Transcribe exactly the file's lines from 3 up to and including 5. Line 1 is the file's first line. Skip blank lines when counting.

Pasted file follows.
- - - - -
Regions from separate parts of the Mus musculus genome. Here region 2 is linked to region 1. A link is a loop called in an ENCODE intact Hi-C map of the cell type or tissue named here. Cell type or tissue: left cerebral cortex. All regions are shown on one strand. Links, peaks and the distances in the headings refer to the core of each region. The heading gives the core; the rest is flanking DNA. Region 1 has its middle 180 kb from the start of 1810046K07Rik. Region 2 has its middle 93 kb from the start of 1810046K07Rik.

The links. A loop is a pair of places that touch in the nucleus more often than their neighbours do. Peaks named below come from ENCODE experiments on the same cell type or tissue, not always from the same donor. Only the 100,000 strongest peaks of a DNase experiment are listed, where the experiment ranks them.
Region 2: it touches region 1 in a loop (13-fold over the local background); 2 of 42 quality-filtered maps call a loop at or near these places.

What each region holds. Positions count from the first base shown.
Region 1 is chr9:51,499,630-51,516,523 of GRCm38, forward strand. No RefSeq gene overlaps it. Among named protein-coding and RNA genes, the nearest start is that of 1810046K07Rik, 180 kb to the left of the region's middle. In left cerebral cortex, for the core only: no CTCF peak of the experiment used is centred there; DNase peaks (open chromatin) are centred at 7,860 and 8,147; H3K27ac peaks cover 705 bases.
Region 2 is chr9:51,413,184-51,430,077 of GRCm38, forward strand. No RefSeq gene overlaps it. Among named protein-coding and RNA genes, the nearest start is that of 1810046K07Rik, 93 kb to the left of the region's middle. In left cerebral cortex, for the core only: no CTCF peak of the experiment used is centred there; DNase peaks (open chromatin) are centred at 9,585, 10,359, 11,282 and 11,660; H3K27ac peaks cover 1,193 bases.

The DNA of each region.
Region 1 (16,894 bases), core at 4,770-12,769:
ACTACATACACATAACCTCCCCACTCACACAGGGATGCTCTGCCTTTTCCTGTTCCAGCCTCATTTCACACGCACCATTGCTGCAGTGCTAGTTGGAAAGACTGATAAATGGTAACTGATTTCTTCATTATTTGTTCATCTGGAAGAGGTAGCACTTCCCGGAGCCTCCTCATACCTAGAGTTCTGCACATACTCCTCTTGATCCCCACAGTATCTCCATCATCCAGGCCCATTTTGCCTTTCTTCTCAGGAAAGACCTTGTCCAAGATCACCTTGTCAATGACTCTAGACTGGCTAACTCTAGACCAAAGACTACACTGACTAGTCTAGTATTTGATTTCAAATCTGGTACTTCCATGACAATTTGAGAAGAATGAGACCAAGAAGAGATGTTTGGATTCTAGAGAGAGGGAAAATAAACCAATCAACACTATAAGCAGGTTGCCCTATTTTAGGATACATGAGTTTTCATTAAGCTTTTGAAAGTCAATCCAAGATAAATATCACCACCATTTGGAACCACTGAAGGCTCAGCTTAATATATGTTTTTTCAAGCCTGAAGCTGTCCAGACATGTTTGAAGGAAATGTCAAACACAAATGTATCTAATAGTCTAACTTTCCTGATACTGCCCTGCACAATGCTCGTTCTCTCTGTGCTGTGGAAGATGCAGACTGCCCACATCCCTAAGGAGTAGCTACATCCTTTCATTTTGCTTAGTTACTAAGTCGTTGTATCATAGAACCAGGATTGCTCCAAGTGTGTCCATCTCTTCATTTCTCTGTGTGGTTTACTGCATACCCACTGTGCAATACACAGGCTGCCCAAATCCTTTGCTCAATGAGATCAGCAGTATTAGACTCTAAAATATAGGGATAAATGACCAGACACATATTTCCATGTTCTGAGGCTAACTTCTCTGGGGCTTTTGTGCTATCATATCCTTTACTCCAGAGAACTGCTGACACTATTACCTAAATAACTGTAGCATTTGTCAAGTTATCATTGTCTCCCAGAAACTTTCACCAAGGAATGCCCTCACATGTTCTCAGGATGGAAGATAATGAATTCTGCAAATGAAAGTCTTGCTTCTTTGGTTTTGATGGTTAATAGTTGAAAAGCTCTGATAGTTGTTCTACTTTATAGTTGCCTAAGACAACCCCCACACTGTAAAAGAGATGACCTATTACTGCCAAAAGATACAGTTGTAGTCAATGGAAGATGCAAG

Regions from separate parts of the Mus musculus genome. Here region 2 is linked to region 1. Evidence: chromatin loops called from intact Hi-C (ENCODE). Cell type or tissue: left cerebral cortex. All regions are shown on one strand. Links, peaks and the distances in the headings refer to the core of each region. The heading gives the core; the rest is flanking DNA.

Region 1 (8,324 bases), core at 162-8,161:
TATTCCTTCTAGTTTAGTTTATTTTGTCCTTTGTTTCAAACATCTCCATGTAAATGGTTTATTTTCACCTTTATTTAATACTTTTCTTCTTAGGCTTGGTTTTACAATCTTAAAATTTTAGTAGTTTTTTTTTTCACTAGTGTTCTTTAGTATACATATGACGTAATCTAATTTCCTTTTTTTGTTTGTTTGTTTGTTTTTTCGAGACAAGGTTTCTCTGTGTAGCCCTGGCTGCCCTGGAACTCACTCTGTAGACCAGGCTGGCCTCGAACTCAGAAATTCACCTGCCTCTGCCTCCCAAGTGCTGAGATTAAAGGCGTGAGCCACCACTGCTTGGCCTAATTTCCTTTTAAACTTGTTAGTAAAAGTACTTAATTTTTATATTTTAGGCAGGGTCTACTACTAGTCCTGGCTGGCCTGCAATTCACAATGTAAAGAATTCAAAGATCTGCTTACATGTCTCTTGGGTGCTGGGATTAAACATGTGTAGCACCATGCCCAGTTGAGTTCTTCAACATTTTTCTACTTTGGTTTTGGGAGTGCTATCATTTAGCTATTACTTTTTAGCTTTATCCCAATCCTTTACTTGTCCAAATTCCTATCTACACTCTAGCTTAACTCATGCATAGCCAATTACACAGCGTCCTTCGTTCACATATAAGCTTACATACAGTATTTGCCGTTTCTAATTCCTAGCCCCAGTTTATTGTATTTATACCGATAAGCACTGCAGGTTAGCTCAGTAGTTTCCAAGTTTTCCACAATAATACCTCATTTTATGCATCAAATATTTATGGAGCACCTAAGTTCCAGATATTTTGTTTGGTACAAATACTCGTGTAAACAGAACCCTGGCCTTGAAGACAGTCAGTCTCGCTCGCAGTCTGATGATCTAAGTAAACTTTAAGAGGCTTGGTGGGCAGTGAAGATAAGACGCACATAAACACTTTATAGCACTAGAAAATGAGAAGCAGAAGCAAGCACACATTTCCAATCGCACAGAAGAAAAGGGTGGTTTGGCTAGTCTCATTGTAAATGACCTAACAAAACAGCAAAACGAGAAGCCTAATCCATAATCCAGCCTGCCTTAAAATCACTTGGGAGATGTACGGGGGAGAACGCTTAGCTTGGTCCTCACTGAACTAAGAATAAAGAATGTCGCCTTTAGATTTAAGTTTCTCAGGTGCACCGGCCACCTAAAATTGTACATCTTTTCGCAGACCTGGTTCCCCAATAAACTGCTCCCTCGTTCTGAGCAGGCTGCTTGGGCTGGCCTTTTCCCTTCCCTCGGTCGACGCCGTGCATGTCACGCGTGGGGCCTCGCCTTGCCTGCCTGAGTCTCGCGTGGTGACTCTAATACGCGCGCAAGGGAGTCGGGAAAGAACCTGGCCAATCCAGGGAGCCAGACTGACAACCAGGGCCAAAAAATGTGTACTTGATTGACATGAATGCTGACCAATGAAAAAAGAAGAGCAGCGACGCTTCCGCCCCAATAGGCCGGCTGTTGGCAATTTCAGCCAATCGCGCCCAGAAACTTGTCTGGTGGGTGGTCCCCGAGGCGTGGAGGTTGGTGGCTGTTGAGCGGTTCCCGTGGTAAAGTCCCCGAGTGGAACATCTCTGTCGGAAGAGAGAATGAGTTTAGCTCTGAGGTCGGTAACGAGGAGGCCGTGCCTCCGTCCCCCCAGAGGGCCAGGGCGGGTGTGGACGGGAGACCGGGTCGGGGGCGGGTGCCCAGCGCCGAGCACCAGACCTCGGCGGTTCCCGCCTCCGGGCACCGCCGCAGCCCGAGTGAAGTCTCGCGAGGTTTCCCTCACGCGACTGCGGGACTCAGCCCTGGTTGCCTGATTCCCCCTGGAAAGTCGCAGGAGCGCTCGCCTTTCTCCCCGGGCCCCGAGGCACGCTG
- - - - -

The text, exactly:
Region 2: it touches region 1 in a loop (13-fold over the local background); 2 of 42 quality-filtered maps call a loop at or near these places.

What each region holds. Positions count from the first base shown.
Region 1 is chr9:51,499,630-51,516,523 of GRCm38, forward strand. No RefSeq gene overlaps it. Among named protein-coding and RNA genes, the nearest start is that of 1810046K07Rik, 180 kb to the left of the region's middle. In left cerebral cortex, for the core only: no CTCF peak of the experiment used is centred there; DNase peaks (open chromatin) are centred at 7,860 and 8,147; H3K27ac peaks cover 705 bases.